Grand Magazine - - FEATURE - 3165 Huron Rd., New Hamburg moun­tain­

Jen sug­gests we go Old World tra­di­tional first and visit a true fam­ily farm, one where the whole process hap­pens in-house: the farmer grows the feed that feeds the cows, and milks the milk that makes the cheese. That means Moun­tain­oak cheese isn’t only ar­ti­sanal but also farm­stead, where the only milk used for cheese pro­duc­tion is from an­i­mals raised by the maker.

“Farm­ing is not an oc­cu­pa­tion. It is a way of liv­ing,” says Adam van Bergeijk, as he wel­comes us to his hand­some 200-acre dairy farm.

For van Bergeijk, who has farmed most of his life since he took over the fam­ily dairy farm back in Hol­land in 1976, it’s al­ways been about the cow.

“I love my Hol­stein. They are re­ally sweet an­i­mals. When I walk in the herd, they come up to me. They know me and I know them by name,” says van Bergeijk, who over­sees a herd of 200.

“Ev­ery­thing that you do with the cows is

go­ing to be paid back to your milk. If you be good to them, they’re go­ing to be good to you,” Adam says in a thick ge­nial Dutch ac­cent.

After years of milk­ing, van Bergeijk wanted to try his hand at cheese. In Hol­land, that meant Gouda, the coun­try’s sig­na­ture cheese and one of the old­est still made to­day; the ear­li­est record­ing is in 1184. Nearly 800 years later, in 1981, van Bergeijk and his wife, Han­nie, en­rolled in Cheese­mak­ing School in the town of Gouda where Adam went on to be­come an in­struc­tor.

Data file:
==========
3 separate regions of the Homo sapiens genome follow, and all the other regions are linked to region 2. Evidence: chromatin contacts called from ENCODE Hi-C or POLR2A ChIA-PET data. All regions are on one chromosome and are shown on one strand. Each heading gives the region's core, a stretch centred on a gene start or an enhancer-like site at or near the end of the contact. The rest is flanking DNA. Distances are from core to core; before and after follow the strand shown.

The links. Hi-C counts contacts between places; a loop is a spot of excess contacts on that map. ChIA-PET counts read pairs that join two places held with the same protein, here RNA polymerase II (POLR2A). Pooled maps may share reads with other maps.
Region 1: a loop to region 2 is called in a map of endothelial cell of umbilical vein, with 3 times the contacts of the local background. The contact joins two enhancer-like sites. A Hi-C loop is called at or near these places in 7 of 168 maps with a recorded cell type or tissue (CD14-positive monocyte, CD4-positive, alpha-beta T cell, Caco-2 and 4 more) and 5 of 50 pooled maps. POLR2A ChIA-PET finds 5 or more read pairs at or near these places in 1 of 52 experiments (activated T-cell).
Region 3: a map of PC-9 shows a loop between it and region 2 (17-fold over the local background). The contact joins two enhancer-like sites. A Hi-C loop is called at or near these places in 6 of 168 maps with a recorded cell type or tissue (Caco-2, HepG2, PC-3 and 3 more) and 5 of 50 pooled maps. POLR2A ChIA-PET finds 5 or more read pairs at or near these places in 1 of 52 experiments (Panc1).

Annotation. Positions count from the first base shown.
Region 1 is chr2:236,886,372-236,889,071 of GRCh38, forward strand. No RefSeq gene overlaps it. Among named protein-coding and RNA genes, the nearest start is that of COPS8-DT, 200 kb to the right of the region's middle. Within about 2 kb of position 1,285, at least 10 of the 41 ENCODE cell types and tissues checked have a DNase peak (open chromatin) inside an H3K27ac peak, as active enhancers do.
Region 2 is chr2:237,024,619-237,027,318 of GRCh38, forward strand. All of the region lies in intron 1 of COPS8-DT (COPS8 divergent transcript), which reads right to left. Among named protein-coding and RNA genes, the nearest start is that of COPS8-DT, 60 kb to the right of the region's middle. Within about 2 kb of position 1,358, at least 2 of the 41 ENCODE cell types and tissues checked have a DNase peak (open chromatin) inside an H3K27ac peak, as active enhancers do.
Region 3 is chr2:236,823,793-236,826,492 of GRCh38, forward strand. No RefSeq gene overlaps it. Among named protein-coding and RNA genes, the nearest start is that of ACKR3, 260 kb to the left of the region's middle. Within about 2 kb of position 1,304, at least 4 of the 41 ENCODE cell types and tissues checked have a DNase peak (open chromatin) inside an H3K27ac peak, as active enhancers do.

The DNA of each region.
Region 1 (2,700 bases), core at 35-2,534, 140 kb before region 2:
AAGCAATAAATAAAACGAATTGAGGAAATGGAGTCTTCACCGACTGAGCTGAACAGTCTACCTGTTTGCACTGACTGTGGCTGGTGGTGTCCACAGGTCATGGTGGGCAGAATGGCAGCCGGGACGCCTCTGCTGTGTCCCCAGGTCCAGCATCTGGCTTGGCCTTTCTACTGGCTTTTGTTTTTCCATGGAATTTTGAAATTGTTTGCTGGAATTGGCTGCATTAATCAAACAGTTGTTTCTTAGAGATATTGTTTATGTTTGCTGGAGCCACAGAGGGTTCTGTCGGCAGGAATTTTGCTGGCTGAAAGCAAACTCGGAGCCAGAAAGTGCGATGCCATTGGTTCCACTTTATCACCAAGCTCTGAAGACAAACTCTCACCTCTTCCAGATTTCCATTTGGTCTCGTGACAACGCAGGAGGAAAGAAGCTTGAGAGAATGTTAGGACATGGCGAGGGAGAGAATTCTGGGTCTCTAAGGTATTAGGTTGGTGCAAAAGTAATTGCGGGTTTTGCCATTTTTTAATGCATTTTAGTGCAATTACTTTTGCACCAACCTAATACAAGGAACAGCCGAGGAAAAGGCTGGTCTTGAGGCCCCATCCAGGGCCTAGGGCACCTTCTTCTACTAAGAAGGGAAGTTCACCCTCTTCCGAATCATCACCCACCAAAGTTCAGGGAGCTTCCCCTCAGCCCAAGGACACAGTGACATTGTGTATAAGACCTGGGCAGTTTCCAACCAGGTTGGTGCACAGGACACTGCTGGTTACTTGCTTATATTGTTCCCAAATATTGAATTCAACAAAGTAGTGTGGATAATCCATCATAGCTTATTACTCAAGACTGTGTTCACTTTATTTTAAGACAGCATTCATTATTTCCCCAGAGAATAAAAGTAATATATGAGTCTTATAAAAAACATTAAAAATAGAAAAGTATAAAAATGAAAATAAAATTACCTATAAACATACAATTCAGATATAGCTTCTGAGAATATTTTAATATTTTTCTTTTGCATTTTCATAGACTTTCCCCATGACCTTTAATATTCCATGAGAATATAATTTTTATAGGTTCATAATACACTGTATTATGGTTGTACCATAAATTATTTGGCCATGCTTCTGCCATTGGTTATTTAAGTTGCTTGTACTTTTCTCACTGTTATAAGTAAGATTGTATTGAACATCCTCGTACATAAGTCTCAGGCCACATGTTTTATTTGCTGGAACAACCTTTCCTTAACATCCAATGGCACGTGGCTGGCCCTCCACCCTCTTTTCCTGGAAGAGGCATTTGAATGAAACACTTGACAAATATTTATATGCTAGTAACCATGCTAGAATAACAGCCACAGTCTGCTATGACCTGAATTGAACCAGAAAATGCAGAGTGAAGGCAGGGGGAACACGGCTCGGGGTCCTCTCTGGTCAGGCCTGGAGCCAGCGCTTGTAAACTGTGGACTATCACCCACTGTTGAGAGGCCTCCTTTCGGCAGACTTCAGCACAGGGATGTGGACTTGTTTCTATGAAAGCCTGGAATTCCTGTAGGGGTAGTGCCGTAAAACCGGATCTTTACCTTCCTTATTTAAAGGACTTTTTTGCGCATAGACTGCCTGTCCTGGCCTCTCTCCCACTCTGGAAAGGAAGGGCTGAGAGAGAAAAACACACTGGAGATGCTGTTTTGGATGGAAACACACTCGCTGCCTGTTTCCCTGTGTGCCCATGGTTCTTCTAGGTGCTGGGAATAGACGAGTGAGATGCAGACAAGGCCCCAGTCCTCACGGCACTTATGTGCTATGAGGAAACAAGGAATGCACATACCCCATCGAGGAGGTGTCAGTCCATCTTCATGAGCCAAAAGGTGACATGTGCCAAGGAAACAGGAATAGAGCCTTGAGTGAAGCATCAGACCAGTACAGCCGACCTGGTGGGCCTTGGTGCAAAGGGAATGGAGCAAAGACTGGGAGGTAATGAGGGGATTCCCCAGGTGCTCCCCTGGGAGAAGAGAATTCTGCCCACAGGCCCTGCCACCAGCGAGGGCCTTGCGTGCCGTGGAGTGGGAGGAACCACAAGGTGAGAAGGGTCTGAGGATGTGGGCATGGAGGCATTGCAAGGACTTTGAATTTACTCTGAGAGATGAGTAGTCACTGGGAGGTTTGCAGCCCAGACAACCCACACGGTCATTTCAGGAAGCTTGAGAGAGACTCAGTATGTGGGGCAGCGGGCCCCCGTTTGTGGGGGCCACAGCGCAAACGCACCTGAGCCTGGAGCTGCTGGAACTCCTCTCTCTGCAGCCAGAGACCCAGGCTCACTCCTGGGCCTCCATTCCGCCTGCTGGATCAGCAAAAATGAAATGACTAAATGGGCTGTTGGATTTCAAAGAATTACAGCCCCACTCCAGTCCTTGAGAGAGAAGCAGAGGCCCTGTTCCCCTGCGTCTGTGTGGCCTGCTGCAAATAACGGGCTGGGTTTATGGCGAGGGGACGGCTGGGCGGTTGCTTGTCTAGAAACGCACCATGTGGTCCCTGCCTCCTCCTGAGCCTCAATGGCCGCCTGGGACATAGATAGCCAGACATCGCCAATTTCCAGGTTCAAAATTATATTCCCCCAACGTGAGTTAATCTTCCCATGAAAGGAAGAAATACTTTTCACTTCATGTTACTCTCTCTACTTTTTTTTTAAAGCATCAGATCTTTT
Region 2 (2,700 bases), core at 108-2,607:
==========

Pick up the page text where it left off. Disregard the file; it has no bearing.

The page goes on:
Gouda to­day refers more to a gen­eral style of cheese­mak­ing rather than to a spe­cific kind of cheese, the taste vary­ing greatly based on age. My neigh­bour, Jen, ex­plains: A young Gouda can be de­scribed as but­tery with a slight mild nutty flavour, while the more ma­ture cheese has a com­plex and sub­tle sharp­ness with hints of but­ter­scotch that can take on an al­most whisky-like flavour if aged over two years.

“It’s a myth that Gouda is bland. You’re just eat­ing the wrong Gouda.”

It’s true, says van Bergeijk. Ag­ing is key, but re­ally cheese­mak­ing is all in the hands.

“I have to feel the curd be­tween my fin­gers. I can tell how ready it is in the process. A good cheese­maker has to have a sense of touch,” says van Bergeijk, whose hands mas­sage imag­i­nary curd as he speaks.

“If you don’t have the touch, you can’t make good cheese.”

Soon enough, the van Bergei­jks’ sons wanted to farm for them­selves, “but Hol­land is re­ally, re­ally crowded,” says Adam. There just wasn’t enough land, and, too many cheese­mak­ers.

In the back of his mind, he had hoped to one day bring the tra­di­tion of fine Gouda to Canada.

In 1996, at 45, he bought a farm in Al­berta. “It was De­cem­ber,” Adam said, laugh­ing. “It was mi­nus 38. No way!” In a few months, en­cour­aged by a fel­low Dutch im­mi­grant farmer, they re­lo­cated to Ox­ford County.

For the next 15 years, Adam and his fam­ily es­tab­lished them­selves in milk pro­duc­tion, but the Gouda dream never died.

“It took us a while to get li­cences and per­mits to­gether… plus, re­ally, you need six fig­ures to be in this busi­ness.”

To­day, both van Bergeijk sons farm: one at Moun­tain­oak with Adam; and the other on a dairy farm down the road. Their daugh­ter mar­ried a neigh­bour­ing dairy farmer.

The first Gouda, made from same-day, non-ho­mog­e­nized and un­pas­teur­ized milk, was ready for the pub­lic in July of 2012. To­day they make 16 va­ri­eties, from a soft and crunchy Aged Cumin Gouda to a zesty Wild Net­tle.

Their ag­ing room holds about 3,000 wheels, each turned by hand ev­ery other day.

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